The BusConnects proposal to redraw the city’s bus routes has some residents in Drimnagh worried that they’ll lose their connections to nearby neighbourhoods – whether north-west to Ballyfermot, or east to Rathmines.
Under the BusConnects plan, the 122 bus, which runs between Cabra on the northside and Drimnagh on the southside, would be gone. The 18 route would be withdrawn, too, and the existing 123 route would be absorbed into a new one, called the 22.
Although other routes would be brought in to service the areas instead of the ones being withdrawn, they won’t be as convenient for some residents. Dunne says his biggest concern is for those who don’t live on main roads in these areas.
“Services on the main roads seem to be fine and will hopefully improve. But anybody who is living in the centre of estates is losing out big time,” Dunne says.
BusConnects would transform the city’s bus network, bringing in 16 high-speed radial corridors across the city, and 11 orbital routes that would form circles allowing people to avoid the city centre.
The radial and orbital routes would meet at interchanges meant to allow quick jumps from one bus to another. The National Transport Authority’s materials on BusConnects refer to it as a €2 billion project.
Dunne says there’s “a depth of concern” about future connectivity in his area under the new plan.
“Connectivity between Crumlin, Kimmage, and Ballyfermot is gone,” he says. “Connectivity between Crumlin and Rathmines is gone.”
At the moment, the 18 bus route connects about 10 schools throughout the area, he says.
Loss of service is an inevitability to an extent, says Jarrett Walker, a US-based transport consultant, whose proposed redesign forms the basis of BusConnects.
One aim of the new network is that new routes should be within 400 metres of people, he says. “But not necessarily closer than that.”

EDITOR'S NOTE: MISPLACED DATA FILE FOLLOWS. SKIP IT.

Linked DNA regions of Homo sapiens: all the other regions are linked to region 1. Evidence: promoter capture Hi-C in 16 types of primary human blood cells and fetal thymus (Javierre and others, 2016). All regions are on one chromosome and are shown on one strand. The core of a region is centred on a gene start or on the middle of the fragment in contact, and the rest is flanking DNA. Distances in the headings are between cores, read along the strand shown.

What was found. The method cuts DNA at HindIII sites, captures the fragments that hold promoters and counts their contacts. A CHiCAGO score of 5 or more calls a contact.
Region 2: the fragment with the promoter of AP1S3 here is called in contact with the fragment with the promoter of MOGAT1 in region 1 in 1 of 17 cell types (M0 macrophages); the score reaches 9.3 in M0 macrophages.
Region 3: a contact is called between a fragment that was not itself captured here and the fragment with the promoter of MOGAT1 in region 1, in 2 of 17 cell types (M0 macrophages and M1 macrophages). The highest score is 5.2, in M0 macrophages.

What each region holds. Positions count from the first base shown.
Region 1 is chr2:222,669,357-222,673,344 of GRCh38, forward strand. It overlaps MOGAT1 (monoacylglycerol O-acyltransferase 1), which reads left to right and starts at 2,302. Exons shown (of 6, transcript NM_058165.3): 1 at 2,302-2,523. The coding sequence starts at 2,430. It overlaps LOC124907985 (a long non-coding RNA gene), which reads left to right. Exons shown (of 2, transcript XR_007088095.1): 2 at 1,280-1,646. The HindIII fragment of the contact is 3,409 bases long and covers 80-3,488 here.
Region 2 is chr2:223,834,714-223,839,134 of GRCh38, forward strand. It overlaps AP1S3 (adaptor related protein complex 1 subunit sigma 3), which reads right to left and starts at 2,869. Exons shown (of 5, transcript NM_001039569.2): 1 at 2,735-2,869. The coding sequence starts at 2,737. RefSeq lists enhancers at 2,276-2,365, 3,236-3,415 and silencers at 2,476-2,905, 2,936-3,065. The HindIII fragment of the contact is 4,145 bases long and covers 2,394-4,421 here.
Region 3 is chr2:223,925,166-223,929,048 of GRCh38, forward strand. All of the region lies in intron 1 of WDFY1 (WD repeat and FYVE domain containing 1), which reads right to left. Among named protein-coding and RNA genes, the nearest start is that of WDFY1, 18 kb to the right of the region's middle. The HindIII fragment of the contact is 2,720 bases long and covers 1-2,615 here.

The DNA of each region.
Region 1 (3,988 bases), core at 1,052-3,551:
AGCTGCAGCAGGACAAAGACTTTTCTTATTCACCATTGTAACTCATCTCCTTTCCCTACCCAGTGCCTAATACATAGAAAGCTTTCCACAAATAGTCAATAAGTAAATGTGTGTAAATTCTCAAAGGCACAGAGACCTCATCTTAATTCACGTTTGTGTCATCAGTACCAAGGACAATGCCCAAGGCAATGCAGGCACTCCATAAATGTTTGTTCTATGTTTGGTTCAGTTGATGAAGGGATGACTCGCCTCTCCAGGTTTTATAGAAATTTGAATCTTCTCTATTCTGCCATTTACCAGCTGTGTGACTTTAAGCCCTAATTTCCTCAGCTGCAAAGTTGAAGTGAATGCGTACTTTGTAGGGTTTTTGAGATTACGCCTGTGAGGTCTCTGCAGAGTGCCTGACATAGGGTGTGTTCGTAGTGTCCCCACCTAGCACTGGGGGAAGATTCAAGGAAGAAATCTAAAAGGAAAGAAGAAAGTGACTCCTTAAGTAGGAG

It will lead to greater consistency throughout the network, but people with bus services close to their homes at the moment might be angry, says Walker. “We’re saying, ‘Yes, but, you are very close to another service within a short walk.'”
It all comes back to the principle of interchanges, the idea at the heart of the redesign, which means that passengers will have to switch between buses more, but – because the buses are more frequent – should end up getting to their final destinations faster.
Dunne says that does little to allay fears of those tucked away in housing estates and down cul-de-sacs.
“They [the designers of the new system] are not looking at how neighbourhoods, how schools connect right now,” he says.
Drimnagh, Crumlin and Walkinstown have large elderly populations, says local Fianna Fáil Senator Catherine Ardagh.
“If you’re not able-bodied, if you have a frame and your bus is 50 metres down the road and that’s changing, it’s not fair,” she says.
The BusConnects plans, as they stand at the moment, would withdraw services from areas that are currently towards the end of the 122 route. “That cuts a lot of people off,” says Ardagh.
There aren’t many shops in Drimnagh, either. So “for many people in this area, town is their shop, town is their village”, she says.
“It opens up all of south inner-city Dublin to the residents of Drimnagh”, Neylon says.
Neylon says he thinks the connections would become convoluted. “It begs the question as to why such a vital link is being scrapped?”
BusConnects would potentially remove some buses from the South Circular Road, which is desirable because it would reduce traffic, says Neylon. But it would close off the south inner-city for Drimnagh residents he says.
Interchanges are great in principle, but the infrastructure must be up to scratch to make them work, he says. “When you’re talking about inner-city Dublin you’re not talking about great provision for standalone bus lanes.”
There will be a public meeting about the BusConnects plan on 29 August at the Ashleaf Shopping Centre in Crumlin at 2pm.
Independents 4 Change TD Joan Collins has also organised a meeting at Our Lady’s Hall on Mourne Road Hall on 13 September at 7:30pm.
Fianna Fáil’s Ardagh says consultation with the NTA is key, and that she thinks BusConnects can work. “A lot of people are scaremongering. It’s politically useful to have a campaign,” she says.
Dubliners have expectations for their bus routes that stretch way back, says Walker, the transport consultant behind BusConnects.
He “fully expects” that some people, in particular pensioners and those with disabilities, will be concerned about discontinued services and the introduction of the interchanges.
They should submit comments and feedback to the NTA and explain what the issues are, Walker says. “They don’t need to savage the entire plan or say we’re idiots.”
People who want to weigh in on the draft plans for the redesigned network can fill out a survey on the NTA website, or email in before 28 September.